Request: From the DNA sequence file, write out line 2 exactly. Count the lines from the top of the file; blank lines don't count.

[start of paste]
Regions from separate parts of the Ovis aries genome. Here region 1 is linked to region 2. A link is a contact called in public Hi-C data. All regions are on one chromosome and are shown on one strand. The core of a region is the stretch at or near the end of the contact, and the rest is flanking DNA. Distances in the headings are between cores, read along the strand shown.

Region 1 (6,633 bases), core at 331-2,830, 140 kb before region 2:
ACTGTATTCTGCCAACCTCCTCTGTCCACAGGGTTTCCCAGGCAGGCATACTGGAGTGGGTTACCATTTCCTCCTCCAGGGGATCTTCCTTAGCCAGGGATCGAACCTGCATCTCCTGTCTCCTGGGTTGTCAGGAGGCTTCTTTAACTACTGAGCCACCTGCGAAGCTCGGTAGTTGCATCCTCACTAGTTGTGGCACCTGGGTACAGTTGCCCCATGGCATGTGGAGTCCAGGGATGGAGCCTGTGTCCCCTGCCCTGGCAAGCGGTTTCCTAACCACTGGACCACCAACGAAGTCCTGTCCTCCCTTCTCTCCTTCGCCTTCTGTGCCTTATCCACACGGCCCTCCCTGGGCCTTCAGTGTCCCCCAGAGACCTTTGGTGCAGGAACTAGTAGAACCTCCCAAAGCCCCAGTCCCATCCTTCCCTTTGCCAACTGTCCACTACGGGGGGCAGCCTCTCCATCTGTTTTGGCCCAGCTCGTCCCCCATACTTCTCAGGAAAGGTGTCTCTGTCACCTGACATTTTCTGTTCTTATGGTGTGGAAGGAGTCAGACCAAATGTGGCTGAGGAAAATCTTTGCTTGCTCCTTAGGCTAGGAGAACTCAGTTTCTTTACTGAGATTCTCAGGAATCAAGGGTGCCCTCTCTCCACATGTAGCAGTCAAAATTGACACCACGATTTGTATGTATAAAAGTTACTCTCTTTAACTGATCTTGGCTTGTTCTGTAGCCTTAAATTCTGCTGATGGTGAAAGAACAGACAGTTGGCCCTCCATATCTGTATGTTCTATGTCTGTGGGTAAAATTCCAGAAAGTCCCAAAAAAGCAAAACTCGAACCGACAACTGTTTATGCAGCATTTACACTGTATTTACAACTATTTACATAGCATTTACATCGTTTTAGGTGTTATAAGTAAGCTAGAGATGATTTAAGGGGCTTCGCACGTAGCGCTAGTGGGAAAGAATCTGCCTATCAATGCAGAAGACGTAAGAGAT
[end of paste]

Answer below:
Region 1 (6,633 bases), core at 331-2,830, 140 kb before region 2: